I recently asked a new hire how they ended up considering WANdisco. “The intriguing, memorable name” was the paraphrased answer. Frankly, when I first heard the name myself some years ago I didn’t think much of it. It’s certainly different, but struck me as too different, too weird for a company peddling Subversion support contracts.
That’s before I understood what WANdisco is about.
WANdisco lived at the edge of my radar as a bit player in the SCM space during my time as Director of Product Technology at Perforce Software. There were always little companies scraping out a living around open source software, so we lumped WANdisco in with CollabNet and called it a day. Wrong!
Turns out WANdisco founders David Richards, Jim Campigli and Dr. Yeturu Aahlad had a much more ambitious plan from the start. The core technology, a patented WAN-capable Paxos implementation, is a key enabler for the evolution of software into globally distributed, highly available systems: in other words Wide Area Network distributed computing, or WANdisco. Much like the name “Microsoft” was about the revolution of software for microcomputers in the 1980’s, the name WANdisco is about the new revolution of WAN-based distributed computing.
What’s so important about the WAN?
We’ve all heard about the globalization of the world economy. Every globally relevant company is now highly dependent on highly available software, and that software needs to be equally global. However, most systems that these companies rely on were architected with a single machine in mind. These machines were accessed over a LAN (local area network) by mostly co-located teams.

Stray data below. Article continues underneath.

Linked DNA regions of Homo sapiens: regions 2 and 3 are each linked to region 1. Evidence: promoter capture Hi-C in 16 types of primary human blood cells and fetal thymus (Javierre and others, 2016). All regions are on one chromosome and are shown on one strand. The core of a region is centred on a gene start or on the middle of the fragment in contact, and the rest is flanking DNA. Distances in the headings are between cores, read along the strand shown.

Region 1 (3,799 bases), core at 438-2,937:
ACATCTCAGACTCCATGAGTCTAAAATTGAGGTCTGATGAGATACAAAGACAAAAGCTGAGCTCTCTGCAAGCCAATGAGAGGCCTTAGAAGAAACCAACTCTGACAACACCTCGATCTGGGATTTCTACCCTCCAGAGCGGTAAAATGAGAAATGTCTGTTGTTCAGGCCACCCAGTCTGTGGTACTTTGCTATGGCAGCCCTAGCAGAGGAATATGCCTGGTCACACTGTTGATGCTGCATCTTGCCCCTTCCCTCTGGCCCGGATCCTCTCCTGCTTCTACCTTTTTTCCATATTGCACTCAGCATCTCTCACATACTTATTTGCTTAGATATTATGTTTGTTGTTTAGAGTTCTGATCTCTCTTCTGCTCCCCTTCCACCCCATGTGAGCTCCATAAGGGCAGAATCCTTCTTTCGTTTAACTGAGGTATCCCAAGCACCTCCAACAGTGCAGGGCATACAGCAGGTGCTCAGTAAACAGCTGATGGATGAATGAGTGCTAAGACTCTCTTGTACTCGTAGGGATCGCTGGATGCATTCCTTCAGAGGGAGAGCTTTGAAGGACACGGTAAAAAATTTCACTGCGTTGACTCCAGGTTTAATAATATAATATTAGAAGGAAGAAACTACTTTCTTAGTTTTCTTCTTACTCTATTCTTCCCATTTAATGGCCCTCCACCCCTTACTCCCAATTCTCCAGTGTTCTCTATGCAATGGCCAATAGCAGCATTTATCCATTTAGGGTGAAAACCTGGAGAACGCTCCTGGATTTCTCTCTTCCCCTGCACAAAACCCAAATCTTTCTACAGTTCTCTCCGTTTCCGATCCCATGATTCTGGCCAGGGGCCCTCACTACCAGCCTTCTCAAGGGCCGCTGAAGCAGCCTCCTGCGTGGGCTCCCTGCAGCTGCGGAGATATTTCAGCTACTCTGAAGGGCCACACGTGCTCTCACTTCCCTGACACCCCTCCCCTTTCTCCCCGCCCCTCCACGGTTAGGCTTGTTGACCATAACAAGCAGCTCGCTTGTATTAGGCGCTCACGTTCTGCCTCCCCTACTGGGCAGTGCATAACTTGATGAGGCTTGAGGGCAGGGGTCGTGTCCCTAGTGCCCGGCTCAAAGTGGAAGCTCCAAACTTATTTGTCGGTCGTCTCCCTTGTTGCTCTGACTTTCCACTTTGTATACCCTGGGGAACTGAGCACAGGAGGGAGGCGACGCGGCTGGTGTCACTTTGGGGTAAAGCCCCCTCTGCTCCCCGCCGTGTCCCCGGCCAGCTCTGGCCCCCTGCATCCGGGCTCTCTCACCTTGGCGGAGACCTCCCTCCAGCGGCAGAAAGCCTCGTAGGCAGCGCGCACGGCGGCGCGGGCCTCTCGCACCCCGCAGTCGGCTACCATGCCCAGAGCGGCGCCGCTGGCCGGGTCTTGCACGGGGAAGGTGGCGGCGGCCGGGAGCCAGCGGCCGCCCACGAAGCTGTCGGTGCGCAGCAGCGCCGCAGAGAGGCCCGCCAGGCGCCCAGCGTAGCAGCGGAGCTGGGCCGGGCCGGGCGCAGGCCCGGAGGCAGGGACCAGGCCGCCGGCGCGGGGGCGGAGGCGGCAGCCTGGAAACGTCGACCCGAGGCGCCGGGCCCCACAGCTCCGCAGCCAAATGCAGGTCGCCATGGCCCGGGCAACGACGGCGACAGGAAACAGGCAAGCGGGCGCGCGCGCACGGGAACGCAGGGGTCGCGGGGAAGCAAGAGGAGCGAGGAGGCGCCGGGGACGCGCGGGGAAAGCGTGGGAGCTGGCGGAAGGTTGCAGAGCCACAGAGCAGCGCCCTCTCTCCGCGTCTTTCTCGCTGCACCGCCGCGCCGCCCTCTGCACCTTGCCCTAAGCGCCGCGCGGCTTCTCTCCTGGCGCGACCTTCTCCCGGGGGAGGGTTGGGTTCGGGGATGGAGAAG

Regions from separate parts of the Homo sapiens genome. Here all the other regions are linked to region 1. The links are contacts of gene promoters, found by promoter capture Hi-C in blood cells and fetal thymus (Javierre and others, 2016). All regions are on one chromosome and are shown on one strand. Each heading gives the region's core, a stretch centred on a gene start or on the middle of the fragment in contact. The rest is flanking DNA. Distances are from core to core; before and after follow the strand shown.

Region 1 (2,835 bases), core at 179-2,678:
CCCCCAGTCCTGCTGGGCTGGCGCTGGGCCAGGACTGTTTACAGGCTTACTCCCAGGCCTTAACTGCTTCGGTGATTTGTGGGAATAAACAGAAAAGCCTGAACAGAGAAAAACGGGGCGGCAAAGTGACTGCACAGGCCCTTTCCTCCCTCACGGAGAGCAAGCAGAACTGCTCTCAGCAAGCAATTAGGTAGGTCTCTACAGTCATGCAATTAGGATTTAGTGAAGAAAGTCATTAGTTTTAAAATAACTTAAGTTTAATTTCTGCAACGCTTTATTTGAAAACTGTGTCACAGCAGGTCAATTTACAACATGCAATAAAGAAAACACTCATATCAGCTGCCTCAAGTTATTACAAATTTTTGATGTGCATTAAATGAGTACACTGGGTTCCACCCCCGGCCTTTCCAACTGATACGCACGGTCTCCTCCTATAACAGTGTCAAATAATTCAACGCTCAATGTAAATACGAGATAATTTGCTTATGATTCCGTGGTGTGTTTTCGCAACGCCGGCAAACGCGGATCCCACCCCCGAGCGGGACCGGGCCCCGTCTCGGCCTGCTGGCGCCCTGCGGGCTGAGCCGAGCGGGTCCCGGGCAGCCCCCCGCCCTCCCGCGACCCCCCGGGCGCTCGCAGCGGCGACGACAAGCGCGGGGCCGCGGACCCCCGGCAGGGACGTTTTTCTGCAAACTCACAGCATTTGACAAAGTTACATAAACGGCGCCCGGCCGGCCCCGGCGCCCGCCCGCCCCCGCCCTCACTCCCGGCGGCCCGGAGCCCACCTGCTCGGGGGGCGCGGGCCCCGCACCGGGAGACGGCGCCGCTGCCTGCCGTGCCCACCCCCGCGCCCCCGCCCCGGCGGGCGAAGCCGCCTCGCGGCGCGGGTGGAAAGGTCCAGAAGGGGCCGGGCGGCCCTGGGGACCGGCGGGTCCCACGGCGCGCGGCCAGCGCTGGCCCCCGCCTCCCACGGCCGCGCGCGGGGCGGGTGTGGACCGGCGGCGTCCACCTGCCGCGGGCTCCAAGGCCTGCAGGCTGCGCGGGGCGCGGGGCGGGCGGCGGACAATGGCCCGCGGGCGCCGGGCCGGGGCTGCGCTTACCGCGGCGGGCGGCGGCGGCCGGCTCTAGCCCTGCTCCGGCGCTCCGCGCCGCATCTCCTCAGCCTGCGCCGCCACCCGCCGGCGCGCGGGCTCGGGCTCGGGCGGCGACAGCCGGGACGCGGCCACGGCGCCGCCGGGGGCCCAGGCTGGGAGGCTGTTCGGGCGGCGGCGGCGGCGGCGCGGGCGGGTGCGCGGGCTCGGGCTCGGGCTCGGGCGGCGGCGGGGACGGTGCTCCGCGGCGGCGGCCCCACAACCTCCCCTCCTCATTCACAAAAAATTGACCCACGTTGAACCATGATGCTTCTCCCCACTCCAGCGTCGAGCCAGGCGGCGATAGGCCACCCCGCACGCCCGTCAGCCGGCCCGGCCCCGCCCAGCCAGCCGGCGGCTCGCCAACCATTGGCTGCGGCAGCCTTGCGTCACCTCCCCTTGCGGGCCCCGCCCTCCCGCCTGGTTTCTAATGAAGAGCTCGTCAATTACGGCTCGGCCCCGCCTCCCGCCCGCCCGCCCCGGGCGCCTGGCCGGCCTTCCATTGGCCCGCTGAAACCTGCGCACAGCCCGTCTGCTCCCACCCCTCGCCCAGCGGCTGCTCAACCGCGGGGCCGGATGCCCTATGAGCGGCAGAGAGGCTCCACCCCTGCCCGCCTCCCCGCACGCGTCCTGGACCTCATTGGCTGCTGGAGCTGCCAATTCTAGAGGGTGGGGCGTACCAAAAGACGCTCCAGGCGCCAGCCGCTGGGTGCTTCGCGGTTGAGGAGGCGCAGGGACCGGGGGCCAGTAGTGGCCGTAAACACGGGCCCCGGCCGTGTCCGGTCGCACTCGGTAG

All that changed, starting in the 1990’s with widespread adoption of outsourcing. The WAN computing revolution had begun in earnest.
But there was a problem. The WAN wasn’t like a bigger LAN. It’s a different environment all together. Single machine systems like those involving a central server perform pitifully for remote workers. And it’s not easy to update these systems because the WAN is a high failure environment that punishes single machine systems with their inevitable single points of failure. It was time for the science of distributed computing to come to the rescue of this new requirement of wide area network distributed computing.